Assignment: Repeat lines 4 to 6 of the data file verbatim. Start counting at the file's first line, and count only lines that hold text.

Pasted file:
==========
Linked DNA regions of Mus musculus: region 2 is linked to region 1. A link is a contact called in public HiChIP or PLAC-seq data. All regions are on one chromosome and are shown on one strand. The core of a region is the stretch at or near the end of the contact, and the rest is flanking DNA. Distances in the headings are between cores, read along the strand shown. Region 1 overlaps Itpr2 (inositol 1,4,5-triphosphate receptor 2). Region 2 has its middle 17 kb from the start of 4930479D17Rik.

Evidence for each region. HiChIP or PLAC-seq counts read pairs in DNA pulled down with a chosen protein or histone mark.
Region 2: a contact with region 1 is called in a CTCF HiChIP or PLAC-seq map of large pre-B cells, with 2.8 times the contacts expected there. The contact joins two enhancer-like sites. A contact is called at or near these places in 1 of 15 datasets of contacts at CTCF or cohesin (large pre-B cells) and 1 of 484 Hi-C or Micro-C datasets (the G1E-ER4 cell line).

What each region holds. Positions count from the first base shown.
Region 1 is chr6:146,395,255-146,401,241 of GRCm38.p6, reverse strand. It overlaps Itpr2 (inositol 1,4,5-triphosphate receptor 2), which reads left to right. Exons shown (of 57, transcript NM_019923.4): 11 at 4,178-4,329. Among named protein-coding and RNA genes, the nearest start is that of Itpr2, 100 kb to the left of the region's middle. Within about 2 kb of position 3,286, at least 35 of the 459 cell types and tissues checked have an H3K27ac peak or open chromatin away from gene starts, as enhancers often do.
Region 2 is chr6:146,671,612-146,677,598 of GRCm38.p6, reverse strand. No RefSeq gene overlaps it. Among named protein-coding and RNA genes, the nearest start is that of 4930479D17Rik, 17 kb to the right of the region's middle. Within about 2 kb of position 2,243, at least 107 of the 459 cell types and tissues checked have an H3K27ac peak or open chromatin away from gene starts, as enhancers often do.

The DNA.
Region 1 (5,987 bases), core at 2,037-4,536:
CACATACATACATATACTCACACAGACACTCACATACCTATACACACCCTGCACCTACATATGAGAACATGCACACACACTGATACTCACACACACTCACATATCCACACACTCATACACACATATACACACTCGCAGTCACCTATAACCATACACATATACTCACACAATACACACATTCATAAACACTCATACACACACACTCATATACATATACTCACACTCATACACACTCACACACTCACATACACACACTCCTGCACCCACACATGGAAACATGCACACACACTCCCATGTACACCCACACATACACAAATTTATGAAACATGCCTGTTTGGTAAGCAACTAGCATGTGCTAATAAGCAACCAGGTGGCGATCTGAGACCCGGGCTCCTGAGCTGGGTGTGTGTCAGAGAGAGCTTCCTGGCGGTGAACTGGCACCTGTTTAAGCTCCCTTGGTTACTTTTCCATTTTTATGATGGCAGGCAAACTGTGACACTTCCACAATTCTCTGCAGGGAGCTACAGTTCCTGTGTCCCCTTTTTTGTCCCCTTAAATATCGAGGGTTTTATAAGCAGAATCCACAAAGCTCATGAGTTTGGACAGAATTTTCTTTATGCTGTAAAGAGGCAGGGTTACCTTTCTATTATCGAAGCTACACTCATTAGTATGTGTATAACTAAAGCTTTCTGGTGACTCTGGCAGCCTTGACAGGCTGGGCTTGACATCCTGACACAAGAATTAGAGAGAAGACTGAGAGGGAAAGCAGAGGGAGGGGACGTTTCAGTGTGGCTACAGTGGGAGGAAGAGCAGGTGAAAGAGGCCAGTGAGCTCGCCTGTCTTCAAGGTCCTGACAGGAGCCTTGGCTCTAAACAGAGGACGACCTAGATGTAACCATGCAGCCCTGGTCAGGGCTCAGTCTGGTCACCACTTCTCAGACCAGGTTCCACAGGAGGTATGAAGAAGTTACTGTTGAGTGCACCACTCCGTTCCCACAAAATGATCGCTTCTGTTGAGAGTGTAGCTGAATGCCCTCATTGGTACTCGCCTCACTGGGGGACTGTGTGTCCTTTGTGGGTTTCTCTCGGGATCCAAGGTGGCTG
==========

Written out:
What each region holds. Positions count from the first base shown.
Region 1 is chr6:146,395,255-146,401,241 of GRCm38.p6, reverse strand. It overlaps Itpr2 (inositol 1,4,5-triphosphate receptor 2), which reads left to right. Exons shown (of 57, transcript NM_019923.4): 11 at 4,178-4,329. Among named protein-coding and RNA genes, the nearest start is that of Itpr2, 100 kb to the left of the region's middle. Within about 2 kb of position 3,286, at least 35 of the 459 cell types and tissues checked have an H3K27ac peak or open chromatin away from gene starts, as enhancers often do.
Region 2 is chr6:146,671,612-146,677,598 of GRCm38.p6, reverse strand. No RefSeq gene overlaps it. Among named protein-coding and RNA genes, the nearest start is that of 4930479D17Rik, 17 kb to the right of the region's middle. Within about 2 kb of position 2,243, at least 107 of the 459 cell types and tissues checked have an H3K27ac peak or open chromatin away from gene starts, as enhancers often do.